Friday, July 15, 2011

Stakeholder Management in Construction Projects

Many believe effective stakeholder management is one of the most important aspects of successful project management. In an article written by Jergeas, Williamson, Skulmoski, & Thomas (2000), they surveyed three companies who manage construction projects in the oil and gas industry.

In the article the authors discuss the confusion around identifying stakeholders and compare some industry definitions of stakeholders. They provide a high-level outline of the process they underwent to deliver the survey and compile the results. Ultimately they were able to consolidate the responses from the three companies and compile a succinct list of some of the problems that project managers create by ineffective stakeholder management. In addition, they provide some tactics for effective stakeholder management. Although the company sampling is too small to compile a complete list, the information received from the sampling provides an excellent start to identifying the issues and associated with managing stakeholders.

What is a Stakeholder?

If you were to ask five people to define a project stakeholder, you will probably receive five different definitions. During a discussion about project management in a class at the University of Phoenix Online (2004), the students, many of which have numerous years of project management experience, struggled to agree on a definition of a project stakeholder. One student defined a stakeholder as anyone who has a stake in the project. Another viewed stakeholders as CEO and Executive level individuals. More formal sources such as the Project Management Institute (2001) define stakeholders as “individuals and organizations who are actively involved in the project, or whose interests may be positively or negatively affected as a result of project execution or successful project completion.” In addition, authors separate stakeholders in “primary” and “secondary” groupings (Cleland & Ireland, 2002). However, Jergeas believes “it makes little practical difference for project management purposes as members of both groups have to be identified, their claims understood, and their potential effect on the project assessed.”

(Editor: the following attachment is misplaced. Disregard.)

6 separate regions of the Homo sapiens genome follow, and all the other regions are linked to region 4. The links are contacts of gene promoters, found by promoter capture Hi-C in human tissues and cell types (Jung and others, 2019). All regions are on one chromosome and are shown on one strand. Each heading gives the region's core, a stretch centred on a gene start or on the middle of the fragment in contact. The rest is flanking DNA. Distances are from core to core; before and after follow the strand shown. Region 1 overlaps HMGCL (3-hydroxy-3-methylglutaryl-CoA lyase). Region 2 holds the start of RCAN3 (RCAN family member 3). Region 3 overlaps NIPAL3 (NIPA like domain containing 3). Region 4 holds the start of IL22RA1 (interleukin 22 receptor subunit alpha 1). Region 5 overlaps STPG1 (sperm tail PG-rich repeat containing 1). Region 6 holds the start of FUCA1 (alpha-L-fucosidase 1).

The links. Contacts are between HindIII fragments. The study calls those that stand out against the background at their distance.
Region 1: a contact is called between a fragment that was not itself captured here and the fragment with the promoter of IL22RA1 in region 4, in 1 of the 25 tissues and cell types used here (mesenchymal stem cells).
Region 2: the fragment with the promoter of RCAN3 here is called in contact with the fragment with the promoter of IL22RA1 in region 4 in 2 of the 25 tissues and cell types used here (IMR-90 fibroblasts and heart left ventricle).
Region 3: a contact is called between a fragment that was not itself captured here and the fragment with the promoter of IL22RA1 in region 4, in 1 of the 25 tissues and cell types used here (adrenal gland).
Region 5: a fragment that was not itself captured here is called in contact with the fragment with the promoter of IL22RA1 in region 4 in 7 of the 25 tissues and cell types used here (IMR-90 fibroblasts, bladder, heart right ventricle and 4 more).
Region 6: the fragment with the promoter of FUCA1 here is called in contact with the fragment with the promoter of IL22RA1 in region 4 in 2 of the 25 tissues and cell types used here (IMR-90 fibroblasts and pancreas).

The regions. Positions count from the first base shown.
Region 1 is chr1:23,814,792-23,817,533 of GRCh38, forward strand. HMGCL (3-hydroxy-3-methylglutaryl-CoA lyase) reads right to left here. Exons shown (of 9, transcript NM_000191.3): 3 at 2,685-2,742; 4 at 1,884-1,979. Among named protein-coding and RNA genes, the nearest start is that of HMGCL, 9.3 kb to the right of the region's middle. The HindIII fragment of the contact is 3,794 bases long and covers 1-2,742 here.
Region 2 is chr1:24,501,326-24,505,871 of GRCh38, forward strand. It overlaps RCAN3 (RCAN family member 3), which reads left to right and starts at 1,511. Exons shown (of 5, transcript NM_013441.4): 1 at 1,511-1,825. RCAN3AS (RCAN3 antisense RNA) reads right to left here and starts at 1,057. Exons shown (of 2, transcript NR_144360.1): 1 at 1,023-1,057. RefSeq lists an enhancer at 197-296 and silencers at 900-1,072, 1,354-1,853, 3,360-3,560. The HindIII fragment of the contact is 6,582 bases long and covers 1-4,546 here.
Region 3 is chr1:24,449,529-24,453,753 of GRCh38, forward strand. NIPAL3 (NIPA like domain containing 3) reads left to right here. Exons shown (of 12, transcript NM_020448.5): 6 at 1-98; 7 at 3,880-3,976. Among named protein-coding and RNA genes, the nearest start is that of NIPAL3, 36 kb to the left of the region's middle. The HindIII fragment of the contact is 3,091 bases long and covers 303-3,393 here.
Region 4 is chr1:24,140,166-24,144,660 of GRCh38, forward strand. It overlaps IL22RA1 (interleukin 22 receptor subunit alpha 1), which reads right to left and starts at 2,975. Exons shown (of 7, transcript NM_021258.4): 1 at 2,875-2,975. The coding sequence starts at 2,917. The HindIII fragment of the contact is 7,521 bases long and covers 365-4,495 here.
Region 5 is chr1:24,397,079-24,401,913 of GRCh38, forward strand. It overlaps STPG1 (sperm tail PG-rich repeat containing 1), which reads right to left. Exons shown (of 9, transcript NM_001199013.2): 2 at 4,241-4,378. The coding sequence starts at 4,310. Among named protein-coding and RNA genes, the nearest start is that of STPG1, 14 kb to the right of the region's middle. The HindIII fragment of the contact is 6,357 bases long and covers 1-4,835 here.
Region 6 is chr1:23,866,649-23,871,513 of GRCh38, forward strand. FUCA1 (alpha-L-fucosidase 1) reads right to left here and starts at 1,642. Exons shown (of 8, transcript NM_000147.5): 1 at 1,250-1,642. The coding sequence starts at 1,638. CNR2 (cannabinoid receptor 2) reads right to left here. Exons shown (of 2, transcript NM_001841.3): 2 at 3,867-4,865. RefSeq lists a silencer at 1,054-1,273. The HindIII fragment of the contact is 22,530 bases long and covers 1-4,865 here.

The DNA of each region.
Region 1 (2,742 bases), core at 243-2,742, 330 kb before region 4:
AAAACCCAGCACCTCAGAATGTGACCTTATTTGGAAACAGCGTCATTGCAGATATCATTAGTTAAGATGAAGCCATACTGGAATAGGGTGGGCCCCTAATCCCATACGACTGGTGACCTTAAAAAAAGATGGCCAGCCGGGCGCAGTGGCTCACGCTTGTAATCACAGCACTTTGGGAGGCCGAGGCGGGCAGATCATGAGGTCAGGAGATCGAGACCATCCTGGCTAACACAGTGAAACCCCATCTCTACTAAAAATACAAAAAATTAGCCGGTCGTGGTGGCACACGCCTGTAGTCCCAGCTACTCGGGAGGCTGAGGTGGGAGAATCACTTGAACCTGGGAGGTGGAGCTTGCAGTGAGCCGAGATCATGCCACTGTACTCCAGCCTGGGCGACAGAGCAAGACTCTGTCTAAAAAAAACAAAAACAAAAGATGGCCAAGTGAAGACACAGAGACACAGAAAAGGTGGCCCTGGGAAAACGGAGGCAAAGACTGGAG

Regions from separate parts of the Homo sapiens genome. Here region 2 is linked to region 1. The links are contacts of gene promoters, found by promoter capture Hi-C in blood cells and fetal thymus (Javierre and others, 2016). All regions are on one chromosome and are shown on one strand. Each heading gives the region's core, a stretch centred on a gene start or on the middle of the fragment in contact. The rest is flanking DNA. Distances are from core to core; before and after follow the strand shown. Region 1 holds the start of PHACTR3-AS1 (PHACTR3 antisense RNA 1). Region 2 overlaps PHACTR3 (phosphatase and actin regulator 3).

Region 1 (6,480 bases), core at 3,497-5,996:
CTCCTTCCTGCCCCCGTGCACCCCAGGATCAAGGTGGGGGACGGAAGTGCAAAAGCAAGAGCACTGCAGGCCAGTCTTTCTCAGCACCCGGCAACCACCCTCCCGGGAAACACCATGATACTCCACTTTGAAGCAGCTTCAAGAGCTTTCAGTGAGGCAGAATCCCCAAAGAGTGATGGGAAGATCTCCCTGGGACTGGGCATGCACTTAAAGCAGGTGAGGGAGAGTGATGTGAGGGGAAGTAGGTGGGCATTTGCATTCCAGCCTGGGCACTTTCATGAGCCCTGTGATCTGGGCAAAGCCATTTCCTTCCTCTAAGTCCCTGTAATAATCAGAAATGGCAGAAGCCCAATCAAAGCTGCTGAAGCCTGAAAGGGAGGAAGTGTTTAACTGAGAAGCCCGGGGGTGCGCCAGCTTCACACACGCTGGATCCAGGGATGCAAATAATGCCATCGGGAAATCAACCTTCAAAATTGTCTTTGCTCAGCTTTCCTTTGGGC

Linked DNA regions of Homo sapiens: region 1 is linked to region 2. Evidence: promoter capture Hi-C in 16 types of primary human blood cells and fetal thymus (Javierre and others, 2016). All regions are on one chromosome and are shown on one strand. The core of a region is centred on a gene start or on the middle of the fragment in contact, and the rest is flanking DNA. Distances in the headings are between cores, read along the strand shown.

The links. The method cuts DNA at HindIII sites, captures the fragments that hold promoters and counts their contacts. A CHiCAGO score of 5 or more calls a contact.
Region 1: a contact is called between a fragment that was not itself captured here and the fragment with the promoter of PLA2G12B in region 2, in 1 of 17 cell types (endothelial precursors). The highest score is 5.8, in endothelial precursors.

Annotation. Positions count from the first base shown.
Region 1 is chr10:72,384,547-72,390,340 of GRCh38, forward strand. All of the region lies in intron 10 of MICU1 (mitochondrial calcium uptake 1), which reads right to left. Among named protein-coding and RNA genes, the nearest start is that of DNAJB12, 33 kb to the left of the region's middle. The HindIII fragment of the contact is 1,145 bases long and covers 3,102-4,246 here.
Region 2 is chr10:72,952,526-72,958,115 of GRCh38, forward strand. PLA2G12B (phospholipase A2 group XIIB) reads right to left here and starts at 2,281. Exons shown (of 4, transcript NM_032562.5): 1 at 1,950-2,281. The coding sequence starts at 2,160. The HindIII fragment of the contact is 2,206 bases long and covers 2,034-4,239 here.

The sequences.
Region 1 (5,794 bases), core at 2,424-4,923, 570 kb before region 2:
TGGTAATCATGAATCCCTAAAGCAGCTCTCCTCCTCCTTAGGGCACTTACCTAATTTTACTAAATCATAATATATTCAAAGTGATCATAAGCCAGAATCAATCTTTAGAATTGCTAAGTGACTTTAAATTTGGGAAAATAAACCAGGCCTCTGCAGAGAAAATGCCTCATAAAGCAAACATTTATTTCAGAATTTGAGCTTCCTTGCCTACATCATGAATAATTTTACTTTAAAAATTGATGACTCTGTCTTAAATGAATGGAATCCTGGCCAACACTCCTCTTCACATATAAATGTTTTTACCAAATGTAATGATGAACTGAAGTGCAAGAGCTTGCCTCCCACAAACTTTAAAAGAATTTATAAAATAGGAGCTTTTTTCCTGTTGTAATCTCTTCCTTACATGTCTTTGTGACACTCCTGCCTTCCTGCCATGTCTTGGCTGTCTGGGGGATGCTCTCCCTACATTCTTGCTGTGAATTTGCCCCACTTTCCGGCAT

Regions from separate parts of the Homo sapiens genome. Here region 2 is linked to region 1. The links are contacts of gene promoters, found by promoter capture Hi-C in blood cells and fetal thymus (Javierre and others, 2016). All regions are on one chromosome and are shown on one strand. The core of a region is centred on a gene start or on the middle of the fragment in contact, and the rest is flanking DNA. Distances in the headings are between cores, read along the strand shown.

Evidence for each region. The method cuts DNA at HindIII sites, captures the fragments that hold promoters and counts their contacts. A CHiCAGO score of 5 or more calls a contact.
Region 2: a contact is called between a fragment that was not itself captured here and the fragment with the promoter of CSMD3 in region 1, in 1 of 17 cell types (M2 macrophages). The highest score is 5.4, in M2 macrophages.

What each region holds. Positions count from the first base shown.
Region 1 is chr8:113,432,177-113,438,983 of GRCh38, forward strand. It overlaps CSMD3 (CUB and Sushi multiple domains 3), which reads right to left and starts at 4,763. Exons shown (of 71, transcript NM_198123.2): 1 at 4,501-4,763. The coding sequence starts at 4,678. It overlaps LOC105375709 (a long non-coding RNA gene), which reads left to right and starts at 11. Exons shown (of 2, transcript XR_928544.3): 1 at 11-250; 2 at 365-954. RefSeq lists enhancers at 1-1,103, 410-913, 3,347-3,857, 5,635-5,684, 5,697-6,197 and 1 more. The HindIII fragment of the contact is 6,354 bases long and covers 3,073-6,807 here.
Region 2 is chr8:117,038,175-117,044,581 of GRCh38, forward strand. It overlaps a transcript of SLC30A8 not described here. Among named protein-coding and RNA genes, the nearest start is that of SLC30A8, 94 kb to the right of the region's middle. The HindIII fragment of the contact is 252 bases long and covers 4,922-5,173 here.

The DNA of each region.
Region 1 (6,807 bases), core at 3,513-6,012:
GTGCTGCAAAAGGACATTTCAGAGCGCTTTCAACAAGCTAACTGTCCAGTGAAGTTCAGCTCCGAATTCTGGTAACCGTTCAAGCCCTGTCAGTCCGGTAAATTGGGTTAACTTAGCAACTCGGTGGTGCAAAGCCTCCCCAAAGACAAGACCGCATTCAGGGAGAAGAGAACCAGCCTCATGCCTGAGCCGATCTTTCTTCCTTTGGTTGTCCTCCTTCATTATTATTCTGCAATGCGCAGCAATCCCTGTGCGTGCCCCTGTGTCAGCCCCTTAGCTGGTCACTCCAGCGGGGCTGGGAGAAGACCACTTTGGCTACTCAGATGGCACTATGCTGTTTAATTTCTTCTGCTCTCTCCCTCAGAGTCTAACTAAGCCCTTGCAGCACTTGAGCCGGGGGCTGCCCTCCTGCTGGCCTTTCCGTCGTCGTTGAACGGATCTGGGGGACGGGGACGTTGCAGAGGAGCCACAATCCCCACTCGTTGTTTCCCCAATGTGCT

Impact of Ineffective Stakeholder Management

Once stakeholders are identified, why does the project manager need to effectively manage them? The authors believe that the probability of project success is greatly reduced if stakeholders are ineffectively management. The authors believe that without stakeholder involvement, the project manager will struggle to clearly define the project objectives. Without clearly defined project objectives, neither the project manager nor the stakeholders will know when the project has met its objectives (Meredith & Mantel, 1995). In addition, even if the project is successful from the project manager’s perspective, unless the project meets stakeholder objectives, Jergeas experesses concern that “the stakeholders may not be satisfied with the project’s outcome.”

Jergeas draws from other sources to identify additional problems that contribute to project failure. For example, Black (1995) identifies “poor scope and work definition, inadequate resources assigned to the project (both in terms of quantity and quality), unforeseen regulatory changes, and negative community reaction to the project” as potential problems associated with ineffective stakeholder management. Ultimately, Jergeas believes that any problems caused by stakeholders because of their lack of involvement in the project has the “potential to affect budgets and schedules and may place a strain on the relationship with stakeholders.”

Tactics for Effective Stakeholder Management